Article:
Cyborg, however, is the biggest disappointment in my eyes. It’s a good move because it means DC is giving a black super-hero a film before anyone else (not counting Hancock here), but that’s about it. I know Cyborg has been a founding member of the Justice League for three years now, but his inclusion means a lack of Martian Manhunter, one of the true founders of the Justice League, way back in nineteen-whenever. Martian Manhunter is one of the Leaguers that near everyone grew up with. The only way he isn’t is if you only got into comics in the last three years, and read exclusively new material, which is a shame. I’m not saying Martian Manhunter could carry a film better than Cyborg, I just think neither of them could do better than someone else, say Hawkman. There are other films I’d much rather see, especially seeing as how in my mind, these two are the Black Widow or Hawkeye of the Justice League. They should be in the League only, without a solo film. Better yet, take a few steps back and put Cyborg back in the Teen Titans where he belongs.

If DC want diversity, they can just use John Stewart for Green Lantern rather than Hal Jordan. After all, it’s not a new universe.

The biggest problem with all of this however is that there’s no way that comic-book movies won’t outstay their welcome so much quicker now.

Marvel and DC both have at least two films a year scheduled to 2020 and 2028 respectively, and then on top of that you have one or two films from Fox and Sony. And then there’s the unannounced Batman and Superman sequels. Oy, it’s just too much.

“This is the [Film Schedule the world] deserves, but not the one it needs right now”

God, how awesome was The Dark Knight trilogy. I miss that.

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Posted by on October 18, 2014 in Comic Books, Film & TV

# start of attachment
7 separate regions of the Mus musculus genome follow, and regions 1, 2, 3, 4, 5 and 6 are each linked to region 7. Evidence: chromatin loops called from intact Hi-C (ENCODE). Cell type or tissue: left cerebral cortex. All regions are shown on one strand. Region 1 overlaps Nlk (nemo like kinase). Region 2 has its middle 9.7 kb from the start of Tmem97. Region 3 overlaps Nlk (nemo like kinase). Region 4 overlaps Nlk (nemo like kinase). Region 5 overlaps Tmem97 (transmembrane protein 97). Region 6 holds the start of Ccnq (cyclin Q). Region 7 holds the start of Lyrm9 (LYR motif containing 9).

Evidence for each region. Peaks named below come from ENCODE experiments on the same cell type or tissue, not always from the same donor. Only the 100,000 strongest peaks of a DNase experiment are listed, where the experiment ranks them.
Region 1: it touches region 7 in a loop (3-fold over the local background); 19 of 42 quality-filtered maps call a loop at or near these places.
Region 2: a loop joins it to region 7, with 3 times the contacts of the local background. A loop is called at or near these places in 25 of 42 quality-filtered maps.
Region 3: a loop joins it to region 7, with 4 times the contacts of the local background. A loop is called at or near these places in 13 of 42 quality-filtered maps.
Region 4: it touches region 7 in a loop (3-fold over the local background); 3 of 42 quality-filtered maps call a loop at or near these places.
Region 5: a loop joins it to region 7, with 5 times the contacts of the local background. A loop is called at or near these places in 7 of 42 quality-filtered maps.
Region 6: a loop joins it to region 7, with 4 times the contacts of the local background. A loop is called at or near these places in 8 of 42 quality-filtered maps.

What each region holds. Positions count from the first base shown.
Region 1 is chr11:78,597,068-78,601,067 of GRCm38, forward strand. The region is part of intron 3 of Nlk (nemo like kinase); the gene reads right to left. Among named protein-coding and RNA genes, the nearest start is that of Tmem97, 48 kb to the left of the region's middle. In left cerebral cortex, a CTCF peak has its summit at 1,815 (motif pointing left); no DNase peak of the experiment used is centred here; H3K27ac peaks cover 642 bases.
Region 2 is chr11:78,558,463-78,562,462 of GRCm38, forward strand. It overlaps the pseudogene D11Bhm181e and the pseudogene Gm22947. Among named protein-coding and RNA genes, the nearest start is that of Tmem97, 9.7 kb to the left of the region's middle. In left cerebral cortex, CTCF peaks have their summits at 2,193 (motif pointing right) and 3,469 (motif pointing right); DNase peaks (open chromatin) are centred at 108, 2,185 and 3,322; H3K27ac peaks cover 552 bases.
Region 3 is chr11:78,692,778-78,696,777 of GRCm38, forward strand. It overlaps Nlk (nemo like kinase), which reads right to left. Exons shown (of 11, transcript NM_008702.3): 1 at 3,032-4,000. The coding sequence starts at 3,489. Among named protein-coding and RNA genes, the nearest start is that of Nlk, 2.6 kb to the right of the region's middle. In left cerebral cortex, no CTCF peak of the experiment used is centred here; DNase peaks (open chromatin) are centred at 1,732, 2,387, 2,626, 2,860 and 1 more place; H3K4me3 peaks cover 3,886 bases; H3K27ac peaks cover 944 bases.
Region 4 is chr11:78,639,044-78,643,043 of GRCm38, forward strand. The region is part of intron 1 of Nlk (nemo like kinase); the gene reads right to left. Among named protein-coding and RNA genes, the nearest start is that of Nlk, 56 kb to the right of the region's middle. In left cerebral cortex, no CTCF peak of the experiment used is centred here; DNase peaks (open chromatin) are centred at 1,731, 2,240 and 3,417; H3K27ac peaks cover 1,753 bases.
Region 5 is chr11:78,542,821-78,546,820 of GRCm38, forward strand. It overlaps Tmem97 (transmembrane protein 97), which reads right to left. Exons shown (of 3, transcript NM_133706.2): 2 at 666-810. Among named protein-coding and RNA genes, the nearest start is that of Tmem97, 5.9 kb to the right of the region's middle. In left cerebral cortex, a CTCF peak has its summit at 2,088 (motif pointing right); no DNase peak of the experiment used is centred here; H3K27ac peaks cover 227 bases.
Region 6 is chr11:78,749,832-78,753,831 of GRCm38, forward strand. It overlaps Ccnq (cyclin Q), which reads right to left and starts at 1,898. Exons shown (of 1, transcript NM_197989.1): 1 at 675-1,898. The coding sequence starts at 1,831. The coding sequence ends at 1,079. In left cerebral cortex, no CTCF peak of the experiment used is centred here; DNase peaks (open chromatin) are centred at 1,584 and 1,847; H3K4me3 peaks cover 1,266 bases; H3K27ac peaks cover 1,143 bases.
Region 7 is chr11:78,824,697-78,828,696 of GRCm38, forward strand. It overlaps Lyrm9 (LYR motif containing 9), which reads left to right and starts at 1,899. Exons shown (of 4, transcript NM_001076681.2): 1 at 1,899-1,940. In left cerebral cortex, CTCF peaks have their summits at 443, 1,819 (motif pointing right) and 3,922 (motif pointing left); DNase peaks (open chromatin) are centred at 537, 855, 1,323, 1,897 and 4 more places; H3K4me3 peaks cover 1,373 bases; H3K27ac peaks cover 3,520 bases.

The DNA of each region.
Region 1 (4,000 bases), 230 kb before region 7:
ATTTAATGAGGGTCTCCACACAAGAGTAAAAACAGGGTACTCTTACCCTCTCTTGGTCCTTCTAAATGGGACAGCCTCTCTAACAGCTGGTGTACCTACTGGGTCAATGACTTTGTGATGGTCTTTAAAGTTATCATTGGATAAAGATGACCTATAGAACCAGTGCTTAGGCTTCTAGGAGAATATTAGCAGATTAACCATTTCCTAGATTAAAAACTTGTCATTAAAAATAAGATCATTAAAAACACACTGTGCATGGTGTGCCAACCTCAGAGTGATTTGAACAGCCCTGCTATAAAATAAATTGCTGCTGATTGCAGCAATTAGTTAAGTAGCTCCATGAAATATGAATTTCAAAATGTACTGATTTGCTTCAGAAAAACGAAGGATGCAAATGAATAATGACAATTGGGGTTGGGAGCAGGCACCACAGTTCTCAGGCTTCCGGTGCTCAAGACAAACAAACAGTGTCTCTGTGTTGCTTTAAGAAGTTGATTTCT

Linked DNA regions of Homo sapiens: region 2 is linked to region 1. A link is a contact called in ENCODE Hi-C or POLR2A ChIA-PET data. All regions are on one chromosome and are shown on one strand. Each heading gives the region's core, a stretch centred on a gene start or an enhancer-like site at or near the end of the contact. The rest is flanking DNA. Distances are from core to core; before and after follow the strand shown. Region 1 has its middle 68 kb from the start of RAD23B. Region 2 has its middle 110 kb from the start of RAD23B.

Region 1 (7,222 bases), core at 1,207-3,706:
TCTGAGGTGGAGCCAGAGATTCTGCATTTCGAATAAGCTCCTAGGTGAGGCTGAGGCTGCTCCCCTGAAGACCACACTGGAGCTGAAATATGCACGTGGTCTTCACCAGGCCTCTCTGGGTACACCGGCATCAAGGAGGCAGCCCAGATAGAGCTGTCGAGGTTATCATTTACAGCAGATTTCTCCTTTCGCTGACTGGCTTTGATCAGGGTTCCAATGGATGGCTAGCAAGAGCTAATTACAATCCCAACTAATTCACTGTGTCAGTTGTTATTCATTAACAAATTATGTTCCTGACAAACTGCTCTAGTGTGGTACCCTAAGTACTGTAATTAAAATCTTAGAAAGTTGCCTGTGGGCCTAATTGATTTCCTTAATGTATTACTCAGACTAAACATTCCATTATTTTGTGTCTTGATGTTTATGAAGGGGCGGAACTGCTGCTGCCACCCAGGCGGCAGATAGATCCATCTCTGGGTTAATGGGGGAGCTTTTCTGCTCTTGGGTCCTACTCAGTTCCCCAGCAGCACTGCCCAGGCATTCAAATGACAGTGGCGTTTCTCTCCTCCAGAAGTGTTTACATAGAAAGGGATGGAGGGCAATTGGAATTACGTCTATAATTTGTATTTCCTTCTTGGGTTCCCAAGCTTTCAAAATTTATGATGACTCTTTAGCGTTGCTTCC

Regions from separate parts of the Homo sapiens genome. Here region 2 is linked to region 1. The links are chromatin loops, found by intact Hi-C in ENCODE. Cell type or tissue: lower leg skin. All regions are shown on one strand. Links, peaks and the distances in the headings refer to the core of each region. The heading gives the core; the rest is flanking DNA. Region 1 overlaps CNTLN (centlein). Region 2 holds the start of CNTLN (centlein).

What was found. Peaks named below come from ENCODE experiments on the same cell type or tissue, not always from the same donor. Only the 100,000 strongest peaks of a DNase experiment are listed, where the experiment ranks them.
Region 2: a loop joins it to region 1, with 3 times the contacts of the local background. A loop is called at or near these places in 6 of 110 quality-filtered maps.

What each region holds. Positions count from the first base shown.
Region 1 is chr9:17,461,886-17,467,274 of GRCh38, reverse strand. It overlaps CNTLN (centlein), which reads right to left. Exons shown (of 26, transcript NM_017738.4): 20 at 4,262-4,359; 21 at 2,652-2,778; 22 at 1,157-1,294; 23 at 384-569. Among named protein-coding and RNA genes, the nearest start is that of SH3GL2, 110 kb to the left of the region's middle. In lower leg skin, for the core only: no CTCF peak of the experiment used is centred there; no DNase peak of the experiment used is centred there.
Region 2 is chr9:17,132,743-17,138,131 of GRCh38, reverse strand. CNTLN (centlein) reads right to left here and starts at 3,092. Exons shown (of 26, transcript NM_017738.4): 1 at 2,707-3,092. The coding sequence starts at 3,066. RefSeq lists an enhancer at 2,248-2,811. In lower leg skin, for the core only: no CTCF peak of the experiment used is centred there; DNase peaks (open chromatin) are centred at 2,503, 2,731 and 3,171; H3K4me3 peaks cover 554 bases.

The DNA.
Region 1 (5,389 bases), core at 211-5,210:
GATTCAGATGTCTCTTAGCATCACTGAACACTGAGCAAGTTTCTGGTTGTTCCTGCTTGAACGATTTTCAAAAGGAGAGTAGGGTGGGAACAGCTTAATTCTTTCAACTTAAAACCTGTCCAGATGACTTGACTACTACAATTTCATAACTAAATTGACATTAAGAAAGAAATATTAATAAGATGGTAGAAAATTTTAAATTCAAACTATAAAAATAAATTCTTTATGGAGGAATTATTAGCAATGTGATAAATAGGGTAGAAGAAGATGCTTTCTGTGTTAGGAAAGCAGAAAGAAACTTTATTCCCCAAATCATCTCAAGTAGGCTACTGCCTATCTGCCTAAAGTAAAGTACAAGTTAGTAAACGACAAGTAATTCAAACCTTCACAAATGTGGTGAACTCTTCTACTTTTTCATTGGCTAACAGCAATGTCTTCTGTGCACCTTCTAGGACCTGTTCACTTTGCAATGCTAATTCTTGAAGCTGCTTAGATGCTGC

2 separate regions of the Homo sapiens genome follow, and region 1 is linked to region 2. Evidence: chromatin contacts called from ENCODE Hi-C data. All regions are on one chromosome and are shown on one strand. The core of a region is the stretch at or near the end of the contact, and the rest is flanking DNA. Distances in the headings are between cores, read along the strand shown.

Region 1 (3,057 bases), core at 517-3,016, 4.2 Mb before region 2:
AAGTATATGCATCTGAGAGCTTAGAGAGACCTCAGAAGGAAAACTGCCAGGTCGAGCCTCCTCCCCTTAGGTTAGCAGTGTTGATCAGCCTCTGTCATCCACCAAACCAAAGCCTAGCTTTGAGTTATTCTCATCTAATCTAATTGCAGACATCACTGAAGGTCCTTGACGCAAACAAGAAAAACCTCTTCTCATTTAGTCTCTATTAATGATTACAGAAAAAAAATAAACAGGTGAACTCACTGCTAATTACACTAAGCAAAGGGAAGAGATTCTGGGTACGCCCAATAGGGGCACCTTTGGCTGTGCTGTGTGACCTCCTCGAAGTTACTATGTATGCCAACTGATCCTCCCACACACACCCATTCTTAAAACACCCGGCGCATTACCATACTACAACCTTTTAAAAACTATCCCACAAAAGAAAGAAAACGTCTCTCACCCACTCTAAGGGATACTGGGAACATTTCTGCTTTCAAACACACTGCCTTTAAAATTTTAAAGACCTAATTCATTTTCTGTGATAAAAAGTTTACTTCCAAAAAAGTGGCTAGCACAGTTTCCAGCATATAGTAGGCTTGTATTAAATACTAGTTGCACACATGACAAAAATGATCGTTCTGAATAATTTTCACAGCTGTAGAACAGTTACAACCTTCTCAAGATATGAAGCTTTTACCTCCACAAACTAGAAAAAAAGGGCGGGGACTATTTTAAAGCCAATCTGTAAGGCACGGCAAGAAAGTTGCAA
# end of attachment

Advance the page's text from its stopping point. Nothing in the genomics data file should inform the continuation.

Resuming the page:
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The Justice League Movie Slate, Part One: Entitlement


Breaking News

So two days ago, something big happened the world of comic book movies; you probably heard about it.

DC announced their movie schedule up until 2020, not including the next Batman and Superman films. Mostly new film ideas, intertwining stories, and two films with a large enough scale to rival The Avengers.

A Comic Fan’s Sense of Entitlement

Now ever since Batman v. Superman: Dawn of Justice was announced, despite my preference to Marvel comics, I was always slightly more excited to see how DoJ would turn out than I was about whatever films Marvel was coming out with.

It doesn’t matter that Captain America: The Winter Soldier was one of my favourite superhero films ever, or that Avengers: Age of Ultron is going to be out of this world. What matters to me was that this was something new. I watch the Marvel films because I’ve read the source material, and I’m interested to see what the adaptations will be like. However, whilst at this stage I have read a fair few DC comics, for the most part, it is still relatively unknown to me, and as such the movies come across fresher; I’m just interested to see what the story will be, what will happen, and how DC are going to fight back against Marvel’s constant kicking of their arse’s.

So I was listening to an iFanboy podcast the other week, in which one of the speakers pointed out that the worst thing about comic book fans is their sense of entitlement. As fans, we have enjoyed these characters far longer than everyone else. We were reading about them at a time when people didn’t even know who they were. I remember back in 2007, I, being the weird little nerd that I am, updated my Hotmail (how times have changed, eh?) status to ‘R.I.P. Captain America’. I quickly deleted that, because I was inundated with questions asking who Captain America was. It’s only been seven years, but now everyone knows who Captain America is. EVERYONE. But I digress.